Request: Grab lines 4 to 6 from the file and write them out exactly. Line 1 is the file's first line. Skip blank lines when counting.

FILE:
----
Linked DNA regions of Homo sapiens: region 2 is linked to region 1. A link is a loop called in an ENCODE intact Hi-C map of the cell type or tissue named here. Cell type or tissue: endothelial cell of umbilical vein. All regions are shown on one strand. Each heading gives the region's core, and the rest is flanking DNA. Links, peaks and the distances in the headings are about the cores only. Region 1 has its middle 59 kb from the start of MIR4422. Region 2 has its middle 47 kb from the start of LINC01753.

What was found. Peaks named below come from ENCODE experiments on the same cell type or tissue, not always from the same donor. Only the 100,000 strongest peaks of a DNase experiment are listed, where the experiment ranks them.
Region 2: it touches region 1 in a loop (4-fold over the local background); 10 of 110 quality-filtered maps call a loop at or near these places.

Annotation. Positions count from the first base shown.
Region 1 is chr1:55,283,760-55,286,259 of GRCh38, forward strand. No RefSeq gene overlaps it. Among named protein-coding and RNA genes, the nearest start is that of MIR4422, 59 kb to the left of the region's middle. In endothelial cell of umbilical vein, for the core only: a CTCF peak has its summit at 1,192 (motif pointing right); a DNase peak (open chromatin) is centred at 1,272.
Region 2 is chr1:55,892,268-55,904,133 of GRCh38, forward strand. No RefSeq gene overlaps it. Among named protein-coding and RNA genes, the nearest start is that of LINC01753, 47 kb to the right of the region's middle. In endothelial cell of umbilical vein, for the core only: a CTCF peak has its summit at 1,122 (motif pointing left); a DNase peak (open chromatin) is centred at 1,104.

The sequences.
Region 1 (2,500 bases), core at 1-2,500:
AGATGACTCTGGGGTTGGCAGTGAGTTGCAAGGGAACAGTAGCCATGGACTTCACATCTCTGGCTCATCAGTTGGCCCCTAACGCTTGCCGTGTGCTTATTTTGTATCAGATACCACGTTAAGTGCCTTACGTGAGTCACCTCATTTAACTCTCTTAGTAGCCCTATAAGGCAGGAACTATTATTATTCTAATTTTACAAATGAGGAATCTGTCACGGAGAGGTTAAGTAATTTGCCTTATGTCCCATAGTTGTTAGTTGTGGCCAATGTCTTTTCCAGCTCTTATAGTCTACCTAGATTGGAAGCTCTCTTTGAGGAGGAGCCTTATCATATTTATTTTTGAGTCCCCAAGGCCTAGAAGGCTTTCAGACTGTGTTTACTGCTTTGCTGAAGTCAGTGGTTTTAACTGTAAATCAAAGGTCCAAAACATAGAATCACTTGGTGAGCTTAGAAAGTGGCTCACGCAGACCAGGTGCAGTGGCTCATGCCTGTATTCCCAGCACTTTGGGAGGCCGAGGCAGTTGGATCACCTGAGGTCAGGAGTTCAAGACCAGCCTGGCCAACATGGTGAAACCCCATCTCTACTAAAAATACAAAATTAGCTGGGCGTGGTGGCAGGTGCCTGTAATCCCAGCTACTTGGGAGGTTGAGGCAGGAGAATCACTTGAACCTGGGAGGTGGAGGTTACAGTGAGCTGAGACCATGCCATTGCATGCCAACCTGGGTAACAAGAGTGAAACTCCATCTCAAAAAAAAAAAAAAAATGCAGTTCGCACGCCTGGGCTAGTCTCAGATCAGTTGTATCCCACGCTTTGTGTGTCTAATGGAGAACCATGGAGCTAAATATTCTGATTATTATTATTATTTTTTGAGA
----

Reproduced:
Annotation. Positions count from the first base shown.
Region 1 is chr1:55,283,760-55,286,259 of GRCh38, forward strand. No RefSeq gene overlaps it. Among named protein-coding and RNA genes, the nearest start is that of MIR4422, 59 kb to the left of the region's middle. In endothelial cell of umbilical vein, for the core only: a CTCF peak has its summit at 1,192 (motif pointing right); a DNase peak (open chromatin) is centred at 1,272.
Region 2 is chr1:55,892,268-55,904,133 of GRCh38, forward strand. No RefSeq gene overlaps it. Among named protein-coding and RNA genes, the nearest start is that of LINC01753, 47 kb to the right of the region's middle. In endothelial cell of umbilical vein, for the core only: a CTCF peak has its summit at 1,122 (motif pointing left); a DNase peak (open chromatin) is centred at 1,104.